Christopher had traveled to town for Navy business; he had left early yesterday morning and was expected to return in time for dinner tonight. He had proposed a holiday to Brighton next month, Marianne had promised to consider the idea while he was away.

“Darling you’re back early”

“Mhmm” came the response as he buried his face into her blonde curls.

“I think you are right, a holiday to Brighton would be a good thing. The children are eager for the sea, as am I. Perhaps mama could join us, she had been altered since Margaret married…”.

“Why don’t we leave your mother and the children at home, we can holiday just you and I?” Marianne knew then that the man behind her was not her husband.

“Willoughy!” Marianne exclaimed as Christopher raced toward her with two burly stable boys behind him. The stable boys held Willoughby back as Christopher fought to contain his anger.

“You, sir, will stay away from my wife and remove yourself from my land; otherwise I will set the law on you”.

“Are you hurt?” Christopher inquired, searching his wife for any injuries.

“No, I am uninjured”.

“Marianne, please, I love you, I’ve always loved you” Willoughby begged as he was dragged away.

Before he was forced back to where his horse was tethered, Marianne walked up to Willoughby, looking him straight in the eye.

“I am not the girl you once knew. You have made your choices and I have made mine. I suggest, sir that you forget about me and return to your wife. Good day, Mr. Willoughby”.

Though Willoughby had been forced out hours before, Christopher could not get the image of his wife and Mr. Willoughby out of his mind.

Mr. Willoughby and Marianne were of a similar age and temperament. Christopher was her second choice, she might still love him, a jealous voice inside of him reminded him.

“Darling, you were quiet during dinner. You mustn’t be jealous of Mr. Willoughby” Marianne sometimes thought back to those days, how blind she had been.

“He is handsome and charming….”.

Marianne put down her hair brush and settled herself comfortably on her husbands lap.

“Handsome and charming he may be, but Mr. Willoughby is also inconstant, thinking of his own desires before any one else’s. While you, my darling husband, are also handsome and charming, you are also constant, giving and one of the best man I know. You have made me a happy woman these past ten years and I wouldn’t have it any other way” She kissed him lightly on the lips, wishing to eradicate his anxieties for good.

They made love slowly that night, relishing their time together and forgetting the past.

The next morning, their children descended into the bedroom, eager to start a new day. Mr. Willoughby was no more.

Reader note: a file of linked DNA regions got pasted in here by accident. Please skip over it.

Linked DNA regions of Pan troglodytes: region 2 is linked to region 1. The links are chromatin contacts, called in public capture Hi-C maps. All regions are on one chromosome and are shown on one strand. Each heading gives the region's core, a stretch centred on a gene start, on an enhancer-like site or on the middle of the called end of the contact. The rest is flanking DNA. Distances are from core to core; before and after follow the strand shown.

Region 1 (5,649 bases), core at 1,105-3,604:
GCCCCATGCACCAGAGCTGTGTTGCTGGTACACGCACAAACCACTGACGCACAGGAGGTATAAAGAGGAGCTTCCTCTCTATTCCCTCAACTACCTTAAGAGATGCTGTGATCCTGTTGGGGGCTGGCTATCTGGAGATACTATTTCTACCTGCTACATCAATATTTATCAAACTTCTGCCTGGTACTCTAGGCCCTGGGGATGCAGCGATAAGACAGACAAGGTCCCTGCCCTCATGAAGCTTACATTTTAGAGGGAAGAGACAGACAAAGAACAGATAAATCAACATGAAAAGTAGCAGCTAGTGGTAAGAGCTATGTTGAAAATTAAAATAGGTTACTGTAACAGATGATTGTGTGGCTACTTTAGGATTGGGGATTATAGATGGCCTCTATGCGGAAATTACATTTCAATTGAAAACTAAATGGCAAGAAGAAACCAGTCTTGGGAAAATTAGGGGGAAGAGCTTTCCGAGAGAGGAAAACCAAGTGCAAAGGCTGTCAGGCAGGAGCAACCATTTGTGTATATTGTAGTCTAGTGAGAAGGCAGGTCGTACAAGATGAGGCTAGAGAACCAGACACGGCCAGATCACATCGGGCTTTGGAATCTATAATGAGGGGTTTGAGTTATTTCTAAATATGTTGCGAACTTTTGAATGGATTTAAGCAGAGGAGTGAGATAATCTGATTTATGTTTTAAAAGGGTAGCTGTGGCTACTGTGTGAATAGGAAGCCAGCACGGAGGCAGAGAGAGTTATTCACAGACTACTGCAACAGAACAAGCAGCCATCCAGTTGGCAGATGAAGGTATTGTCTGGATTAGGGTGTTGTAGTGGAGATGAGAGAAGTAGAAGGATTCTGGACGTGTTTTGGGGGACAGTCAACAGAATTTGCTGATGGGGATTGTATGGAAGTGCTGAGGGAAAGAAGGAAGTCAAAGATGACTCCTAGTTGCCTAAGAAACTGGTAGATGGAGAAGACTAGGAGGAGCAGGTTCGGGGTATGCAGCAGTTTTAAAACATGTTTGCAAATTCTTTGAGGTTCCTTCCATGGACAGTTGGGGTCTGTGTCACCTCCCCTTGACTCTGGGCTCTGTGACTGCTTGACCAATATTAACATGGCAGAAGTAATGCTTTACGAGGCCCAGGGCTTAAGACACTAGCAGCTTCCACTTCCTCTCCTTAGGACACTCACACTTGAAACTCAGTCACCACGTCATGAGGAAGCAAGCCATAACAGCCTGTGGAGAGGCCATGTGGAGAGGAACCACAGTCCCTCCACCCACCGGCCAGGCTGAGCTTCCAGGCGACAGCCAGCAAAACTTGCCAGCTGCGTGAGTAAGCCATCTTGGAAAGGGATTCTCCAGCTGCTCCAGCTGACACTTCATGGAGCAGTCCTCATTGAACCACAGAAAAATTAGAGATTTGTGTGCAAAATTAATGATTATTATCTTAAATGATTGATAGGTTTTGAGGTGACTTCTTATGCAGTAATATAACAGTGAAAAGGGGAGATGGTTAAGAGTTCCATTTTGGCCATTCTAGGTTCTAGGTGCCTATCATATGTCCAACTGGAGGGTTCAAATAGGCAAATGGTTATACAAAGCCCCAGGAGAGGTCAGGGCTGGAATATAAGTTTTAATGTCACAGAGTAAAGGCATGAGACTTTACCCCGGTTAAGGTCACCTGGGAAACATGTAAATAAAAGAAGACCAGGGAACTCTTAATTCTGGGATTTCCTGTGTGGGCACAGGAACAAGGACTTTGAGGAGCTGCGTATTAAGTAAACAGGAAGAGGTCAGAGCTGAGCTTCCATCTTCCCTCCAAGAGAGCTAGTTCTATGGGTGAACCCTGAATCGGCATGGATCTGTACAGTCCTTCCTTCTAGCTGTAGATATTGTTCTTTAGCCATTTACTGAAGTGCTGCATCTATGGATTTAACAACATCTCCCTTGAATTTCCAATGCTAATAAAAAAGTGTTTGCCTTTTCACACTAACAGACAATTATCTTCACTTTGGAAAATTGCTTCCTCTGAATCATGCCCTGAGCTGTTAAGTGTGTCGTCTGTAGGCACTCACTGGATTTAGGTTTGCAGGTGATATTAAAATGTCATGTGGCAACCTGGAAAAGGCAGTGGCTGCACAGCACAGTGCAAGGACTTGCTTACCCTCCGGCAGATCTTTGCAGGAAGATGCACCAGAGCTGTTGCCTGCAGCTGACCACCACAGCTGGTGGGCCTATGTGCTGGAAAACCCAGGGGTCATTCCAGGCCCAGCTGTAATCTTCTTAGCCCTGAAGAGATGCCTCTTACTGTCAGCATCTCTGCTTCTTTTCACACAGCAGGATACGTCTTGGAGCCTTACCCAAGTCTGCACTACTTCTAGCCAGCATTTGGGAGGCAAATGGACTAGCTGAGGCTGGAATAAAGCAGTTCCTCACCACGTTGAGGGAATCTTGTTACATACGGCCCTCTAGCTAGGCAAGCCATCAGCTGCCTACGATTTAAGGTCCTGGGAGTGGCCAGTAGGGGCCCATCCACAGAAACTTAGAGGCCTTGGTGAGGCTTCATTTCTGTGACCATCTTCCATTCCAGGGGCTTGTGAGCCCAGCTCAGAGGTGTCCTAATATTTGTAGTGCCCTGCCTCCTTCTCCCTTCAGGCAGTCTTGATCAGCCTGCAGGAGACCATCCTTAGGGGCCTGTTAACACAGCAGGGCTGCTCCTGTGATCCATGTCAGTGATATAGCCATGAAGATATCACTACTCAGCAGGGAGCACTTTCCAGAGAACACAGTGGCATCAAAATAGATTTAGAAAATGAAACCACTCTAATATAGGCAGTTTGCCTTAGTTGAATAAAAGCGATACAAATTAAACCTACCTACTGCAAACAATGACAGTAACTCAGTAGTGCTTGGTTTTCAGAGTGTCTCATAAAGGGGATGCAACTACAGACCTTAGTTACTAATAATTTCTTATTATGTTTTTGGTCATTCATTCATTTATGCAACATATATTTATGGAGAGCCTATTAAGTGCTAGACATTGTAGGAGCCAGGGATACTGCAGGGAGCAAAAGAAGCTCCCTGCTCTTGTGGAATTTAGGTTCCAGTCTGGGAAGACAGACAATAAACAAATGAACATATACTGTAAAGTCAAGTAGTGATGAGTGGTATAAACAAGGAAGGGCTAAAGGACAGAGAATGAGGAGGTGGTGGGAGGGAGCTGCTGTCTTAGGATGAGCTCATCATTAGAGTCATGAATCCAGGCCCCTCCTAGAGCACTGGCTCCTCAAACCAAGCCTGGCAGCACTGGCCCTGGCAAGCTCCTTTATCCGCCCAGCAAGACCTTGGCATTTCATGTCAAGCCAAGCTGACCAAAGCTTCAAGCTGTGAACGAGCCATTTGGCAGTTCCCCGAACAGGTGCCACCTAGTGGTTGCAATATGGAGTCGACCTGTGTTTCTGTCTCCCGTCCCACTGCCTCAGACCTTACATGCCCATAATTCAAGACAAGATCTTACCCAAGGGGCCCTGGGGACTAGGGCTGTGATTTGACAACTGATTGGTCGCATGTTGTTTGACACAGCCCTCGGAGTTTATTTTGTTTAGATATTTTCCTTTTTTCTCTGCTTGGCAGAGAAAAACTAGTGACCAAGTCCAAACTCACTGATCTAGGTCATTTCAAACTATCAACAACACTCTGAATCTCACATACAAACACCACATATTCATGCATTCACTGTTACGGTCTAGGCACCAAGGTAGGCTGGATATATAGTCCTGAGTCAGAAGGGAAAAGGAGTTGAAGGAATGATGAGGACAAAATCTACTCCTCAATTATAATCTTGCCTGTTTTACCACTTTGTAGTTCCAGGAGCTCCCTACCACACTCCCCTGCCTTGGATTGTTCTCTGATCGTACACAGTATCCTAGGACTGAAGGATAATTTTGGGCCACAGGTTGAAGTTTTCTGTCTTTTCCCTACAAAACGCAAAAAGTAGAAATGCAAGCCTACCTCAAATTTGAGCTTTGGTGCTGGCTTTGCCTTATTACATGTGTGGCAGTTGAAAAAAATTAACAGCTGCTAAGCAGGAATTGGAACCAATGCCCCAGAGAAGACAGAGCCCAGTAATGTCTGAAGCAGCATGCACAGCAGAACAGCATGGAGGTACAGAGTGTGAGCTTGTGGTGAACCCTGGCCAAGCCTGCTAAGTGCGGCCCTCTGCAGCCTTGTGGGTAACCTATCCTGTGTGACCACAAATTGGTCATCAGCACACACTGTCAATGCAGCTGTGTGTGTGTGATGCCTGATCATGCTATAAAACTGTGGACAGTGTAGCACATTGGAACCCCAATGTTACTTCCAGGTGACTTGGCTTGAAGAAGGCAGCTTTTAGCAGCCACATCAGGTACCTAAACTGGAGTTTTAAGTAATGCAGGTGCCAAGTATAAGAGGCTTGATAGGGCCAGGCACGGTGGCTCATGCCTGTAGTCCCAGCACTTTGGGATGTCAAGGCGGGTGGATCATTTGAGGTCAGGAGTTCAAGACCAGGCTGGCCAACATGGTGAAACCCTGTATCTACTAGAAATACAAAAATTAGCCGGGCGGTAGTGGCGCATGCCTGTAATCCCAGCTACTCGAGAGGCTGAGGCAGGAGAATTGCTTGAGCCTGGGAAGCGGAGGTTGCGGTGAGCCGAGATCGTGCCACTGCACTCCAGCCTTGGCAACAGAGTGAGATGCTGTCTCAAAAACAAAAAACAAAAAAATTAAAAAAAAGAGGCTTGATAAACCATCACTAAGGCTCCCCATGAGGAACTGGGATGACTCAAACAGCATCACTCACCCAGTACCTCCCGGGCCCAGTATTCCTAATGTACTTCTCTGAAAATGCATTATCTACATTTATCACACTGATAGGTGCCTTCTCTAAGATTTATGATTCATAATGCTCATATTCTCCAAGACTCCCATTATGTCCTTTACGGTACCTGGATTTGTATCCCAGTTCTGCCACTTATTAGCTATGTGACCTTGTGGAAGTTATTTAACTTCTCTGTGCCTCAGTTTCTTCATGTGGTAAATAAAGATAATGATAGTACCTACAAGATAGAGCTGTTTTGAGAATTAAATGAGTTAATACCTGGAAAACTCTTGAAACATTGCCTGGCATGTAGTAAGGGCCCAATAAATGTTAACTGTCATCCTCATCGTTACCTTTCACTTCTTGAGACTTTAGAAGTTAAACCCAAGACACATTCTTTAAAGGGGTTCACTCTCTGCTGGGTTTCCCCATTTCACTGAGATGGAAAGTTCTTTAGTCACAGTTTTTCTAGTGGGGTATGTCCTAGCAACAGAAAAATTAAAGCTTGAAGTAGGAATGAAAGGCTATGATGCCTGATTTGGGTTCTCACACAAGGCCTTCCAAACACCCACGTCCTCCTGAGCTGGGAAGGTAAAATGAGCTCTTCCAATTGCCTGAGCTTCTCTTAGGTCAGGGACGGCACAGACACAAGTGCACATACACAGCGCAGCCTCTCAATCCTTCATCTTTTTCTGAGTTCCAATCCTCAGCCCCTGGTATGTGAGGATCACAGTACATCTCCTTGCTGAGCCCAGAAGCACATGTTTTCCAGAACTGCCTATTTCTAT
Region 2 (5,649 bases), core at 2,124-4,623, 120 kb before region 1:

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Regret

*- I do not own any of these characters. Please review

 Regret

 She was not hard to locate. She was smiling and laughing, her fiancé never far from her.

 John Willoughby was not a man to believe in regrets, the past was what it was, what is done cannot be undone.

 But he did have one regret, Marianne Dashwood. He did love her and if he could have gone back, he would be honest with her. Perhaps he might be the one standing next to her; it would be his engagement ring on her hand. But she was to marry Christopher Brandon within a month.

 Handing the glass to the waiter, Marianne kissed her fiancé on the cheek.

 “Do you want some company?” Chris asked.

 “No, I just need a moment by myself, it’s just a little warm in here, I will be back in a few minutes”.

 She was surprised to find outside the one person she thought she would never see again.

 “What are you doing here?”.

 “I uh… you look beautiful” was the only words that John could utter.

 “Where is your wife?” Marianne asked, John could feel the sting of her words. John had married Jessie because she was everything he was told he should have in a wife. And yet, she was everything he didn’t want in a wife.  She was cold, only wanting him for his name and money. Now he was stuck, his aunt threatening to cut him off if he left Jessie.

 “She went away with her girlfriends for the weekend”.

 “I don’t think you should be here, John…” she was stopped by her fiancé leaving the party to join her, who upon seeing John possessively placed his hand on Marianne’s shoulder.

 “Is he bothering you?” Chris asked.

 “No darling, he wasn’t bothering me, he was just leaving, weren’t you, John?” Marianne asked.

 “I do have to go. Congratulations to you both”.

 As he drove away, Chris asked “Do you still love him? If you do, I will let you go, free and clear”.

 “I thought I loved him once, but I don’t anymore. Please don’t think of him, I don’t. I only want to marry you”.

 She kissed him gently, as his arms wrapped around her, but they were interrupted by Elinor.

 “Is something going on out here? We were beginning to think you two had run off to Vegas”.

 “We’re fine” Chris replied as he followed his future wife and sister in law inside, not knowing that John was still close by watching them.

 John Willoughby was not a man who believed in regrets, but he was not a man who believed in love until he watched the one he loved, marry another. He was the cause of that.

 It was his one regret.